Anonymous said...

This is great news.

If (when?) I get a speeding ticket in the future I can tell the judge: "Your Honour, I speed all the time and I never get ticketed. Because the police knowingly let me speed before, they cannot now enforce the law by giving me a speeding ticket."

-----

Totally 'off topic', but I thought it interesting given that family law in BC is being updated after too many years. A Man's Right to Choose?

Brenton said...

Do you mean that BCLC's online casino being down means they aren't seeing $800,000 per week in profits? That's quite different than costing them $800,000 per week.

paul said...

My best guess is $800,000 a week in profits. There is no revenue - and the corporation forecast more than $1 million a week. But there's no obvious cost savings - you can't get out of contracts or lay people off quickly - and end expenses were projected at about $800,000 a week.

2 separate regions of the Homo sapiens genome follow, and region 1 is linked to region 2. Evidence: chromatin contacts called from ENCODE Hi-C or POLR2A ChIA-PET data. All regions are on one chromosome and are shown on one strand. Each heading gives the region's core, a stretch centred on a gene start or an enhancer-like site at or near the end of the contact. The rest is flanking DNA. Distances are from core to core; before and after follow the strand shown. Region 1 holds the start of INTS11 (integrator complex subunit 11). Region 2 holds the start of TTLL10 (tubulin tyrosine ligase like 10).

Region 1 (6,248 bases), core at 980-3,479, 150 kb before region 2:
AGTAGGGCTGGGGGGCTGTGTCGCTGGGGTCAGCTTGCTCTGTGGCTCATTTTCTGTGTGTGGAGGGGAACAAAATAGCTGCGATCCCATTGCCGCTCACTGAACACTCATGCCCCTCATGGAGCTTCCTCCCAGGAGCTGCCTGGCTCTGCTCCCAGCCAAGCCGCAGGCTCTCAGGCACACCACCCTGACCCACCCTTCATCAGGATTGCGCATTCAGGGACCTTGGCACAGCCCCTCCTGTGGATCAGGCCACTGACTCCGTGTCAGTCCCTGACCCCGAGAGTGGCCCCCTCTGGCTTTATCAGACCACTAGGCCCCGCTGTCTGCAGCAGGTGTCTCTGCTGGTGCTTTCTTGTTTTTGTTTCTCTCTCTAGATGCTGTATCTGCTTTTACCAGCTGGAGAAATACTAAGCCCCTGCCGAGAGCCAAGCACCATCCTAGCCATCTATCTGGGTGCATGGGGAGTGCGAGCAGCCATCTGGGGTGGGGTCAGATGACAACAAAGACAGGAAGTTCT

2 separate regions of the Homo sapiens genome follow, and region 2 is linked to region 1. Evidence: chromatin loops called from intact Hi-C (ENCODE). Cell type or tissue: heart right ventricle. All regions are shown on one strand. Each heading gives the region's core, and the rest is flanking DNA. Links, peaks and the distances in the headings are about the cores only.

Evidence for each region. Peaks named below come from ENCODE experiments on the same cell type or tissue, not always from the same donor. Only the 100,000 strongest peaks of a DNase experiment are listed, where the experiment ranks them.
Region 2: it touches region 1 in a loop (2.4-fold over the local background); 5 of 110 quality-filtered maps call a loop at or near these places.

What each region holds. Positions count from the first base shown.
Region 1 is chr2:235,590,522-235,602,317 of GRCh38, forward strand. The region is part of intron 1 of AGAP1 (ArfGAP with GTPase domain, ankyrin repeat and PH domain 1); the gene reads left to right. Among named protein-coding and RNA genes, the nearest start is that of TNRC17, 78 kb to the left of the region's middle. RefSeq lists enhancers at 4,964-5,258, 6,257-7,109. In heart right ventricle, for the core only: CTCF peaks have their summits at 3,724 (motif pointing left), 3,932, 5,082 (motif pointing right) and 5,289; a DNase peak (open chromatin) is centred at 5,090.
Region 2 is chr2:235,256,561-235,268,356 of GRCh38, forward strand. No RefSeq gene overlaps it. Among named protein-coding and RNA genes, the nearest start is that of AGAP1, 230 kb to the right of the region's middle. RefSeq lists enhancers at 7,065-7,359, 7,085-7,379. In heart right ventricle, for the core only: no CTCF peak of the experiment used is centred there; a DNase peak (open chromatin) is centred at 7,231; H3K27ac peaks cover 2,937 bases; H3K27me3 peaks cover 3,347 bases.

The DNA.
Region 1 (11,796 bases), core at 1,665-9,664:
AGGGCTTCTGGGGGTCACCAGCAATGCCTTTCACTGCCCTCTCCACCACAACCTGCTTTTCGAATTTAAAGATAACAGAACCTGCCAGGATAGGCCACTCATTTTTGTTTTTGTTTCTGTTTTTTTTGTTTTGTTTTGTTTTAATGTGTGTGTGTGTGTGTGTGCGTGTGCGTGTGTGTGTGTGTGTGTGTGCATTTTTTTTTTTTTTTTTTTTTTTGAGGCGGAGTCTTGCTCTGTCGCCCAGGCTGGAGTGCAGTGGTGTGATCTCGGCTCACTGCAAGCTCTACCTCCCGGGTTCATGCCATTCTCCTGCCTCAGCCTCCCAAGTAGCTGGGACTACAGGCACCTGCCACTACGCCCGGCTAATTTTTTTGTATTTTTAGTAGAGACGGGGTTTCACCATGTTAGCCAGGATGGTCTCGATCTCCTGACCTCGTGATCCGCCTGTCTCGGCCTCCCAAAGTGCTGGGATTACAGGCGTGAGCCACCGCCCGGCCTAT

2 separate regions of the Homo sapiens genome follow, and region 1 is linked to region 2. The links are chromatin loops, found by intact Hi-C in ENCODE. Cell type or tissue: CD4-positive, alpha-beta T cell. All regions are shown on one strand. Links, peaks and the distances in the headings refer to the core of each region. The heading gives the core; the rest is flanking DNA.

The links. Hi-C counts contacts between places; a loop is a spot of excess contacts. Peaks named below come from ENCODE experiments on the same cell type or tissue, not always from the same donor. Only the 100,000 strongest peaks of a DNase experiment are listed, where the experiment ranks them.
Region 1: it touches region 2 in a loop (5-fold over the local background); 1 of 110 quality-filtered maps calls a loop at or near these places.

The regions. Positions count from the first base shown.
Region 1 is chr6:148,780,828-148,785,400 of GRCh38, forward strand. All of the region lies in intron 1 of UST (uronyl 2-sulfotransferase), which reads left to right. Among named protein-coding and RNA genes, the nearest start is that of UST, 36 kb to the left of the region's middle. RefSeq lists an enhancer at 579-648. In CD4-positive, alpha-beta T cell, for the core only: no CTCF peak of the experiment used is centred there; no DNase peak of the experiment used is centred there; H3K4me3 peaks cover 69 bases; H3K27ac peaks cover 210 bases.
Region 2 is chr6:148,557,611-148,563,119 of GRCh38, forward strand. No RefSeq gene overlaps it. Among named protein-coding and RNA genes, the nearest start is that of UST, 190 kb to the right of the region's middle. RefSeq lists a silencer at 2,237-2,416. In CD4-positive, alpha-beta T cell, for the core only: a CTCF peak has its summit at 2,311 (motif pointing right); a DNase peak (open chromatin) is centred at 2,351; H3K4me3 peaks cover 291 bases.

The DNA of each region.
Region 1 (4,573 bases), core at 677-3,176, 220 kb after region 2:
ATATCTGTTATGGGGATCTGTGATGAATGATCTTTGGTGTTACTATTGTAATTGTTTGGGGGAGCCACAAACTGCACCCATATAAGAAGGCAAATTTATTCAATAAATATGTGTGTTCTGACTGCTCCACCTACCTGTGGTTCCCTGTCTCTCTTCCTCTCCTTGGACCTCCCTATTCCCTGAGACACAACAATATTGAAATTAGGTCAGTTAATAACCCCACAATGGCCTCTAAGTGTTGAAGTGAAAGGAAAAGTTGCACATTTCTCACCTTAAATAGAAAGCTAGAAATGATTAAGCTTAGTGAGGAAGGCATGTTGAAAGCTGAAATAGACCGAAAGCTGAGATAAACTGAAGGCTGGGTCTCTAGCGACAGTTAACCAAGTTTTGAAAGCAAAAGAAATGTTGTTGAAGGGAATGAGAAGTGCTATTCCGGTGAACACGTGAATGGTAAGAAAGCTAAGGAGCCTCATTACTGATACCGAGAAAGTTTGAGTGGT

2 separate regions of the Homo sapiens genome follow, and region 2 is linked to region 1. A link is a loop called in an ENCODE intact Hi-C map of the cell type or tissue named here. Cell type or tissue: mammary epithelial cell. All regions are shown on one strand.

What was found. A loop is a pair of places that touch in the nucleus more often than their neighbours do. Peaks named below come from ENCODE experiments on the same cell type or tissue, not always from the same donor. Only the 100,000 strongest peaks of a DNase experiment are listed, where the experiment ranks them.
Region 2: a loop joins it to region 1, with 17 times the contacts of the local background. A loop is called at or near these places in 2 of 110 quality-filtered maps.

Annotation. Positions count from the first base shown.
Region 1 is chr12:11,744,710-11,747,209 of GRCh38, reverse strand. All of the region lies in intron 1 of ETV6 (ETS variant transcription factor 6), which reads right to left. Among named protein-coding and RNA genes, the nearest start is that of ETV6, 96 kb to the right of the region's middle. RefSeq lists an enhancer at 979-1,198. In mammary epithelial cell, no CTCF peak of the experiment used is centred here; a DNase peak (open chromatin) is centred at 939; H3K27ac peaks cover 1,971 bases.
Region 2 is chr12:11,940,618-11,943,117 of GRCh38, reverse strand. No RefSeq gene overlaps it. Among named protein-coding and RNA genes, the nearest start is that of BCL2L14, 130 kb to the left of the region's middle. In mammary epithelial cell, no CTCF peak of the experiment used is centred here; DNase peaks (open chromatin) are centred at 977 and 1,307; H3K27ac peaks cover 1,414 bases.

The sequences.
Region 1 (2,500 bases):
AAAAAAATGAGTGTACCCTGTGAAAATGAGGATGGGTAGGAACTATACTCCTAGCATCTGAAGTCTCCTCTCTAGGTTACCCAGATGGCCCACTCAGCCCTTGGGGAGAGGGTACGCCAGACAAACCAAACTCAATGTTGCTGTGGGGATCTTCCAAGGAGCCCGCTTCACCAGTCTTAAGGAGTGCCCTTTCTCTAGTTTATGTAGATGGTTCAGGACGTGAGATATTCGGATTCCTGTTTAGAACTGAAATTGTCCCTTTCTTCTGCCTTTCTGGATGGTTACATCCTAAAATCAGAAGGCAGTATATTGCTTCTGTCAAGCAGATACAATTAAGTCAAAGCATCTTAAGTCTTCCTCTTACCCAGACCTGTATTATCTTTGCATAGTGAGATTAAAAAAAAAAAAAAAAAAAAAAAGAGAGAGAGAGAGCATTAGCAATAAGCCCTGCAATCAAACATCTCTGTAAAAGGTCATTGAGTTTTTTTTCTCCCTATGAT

DPL said...

I used to think a gambler was someone who bought lottery tickets, played bingo or now and again threw a few bucks into a slot machine. Seems not to be the case. Big money being lost and a government quite willing to take it from the unfortunates who can't stop blowing their cash on dreams.I was up in Thule Greenland at an American airbase. The base owned the machines and the customer often won. After about ten minutes I started to wonder why I was wasting my time so never went back to a slot again. I guess most of us are like that, but for the unfortunates that are not, there should be some method of keeping them away from such destructive habits. Clearly the present government simply doesn't give a damn for those addicted folks.

Anonymous said...

"Staff will be on the alert to keep you out, the corporation says, and you can be fined up to $5,000 for breaking the agreement."

The BCLC can keep your losses, keep your winnings, and fine you to boot. Those are pretty good odds.

And Coleman justifies the exponential expansion of internet gambling in BC because some of the other sites out there might be crooked. Too funny.

Raymond Graham

My name is Khan said...
This comment has been removed by a blog administrator.
mohammad saiful said...
This comment has been removed by a blog administrator.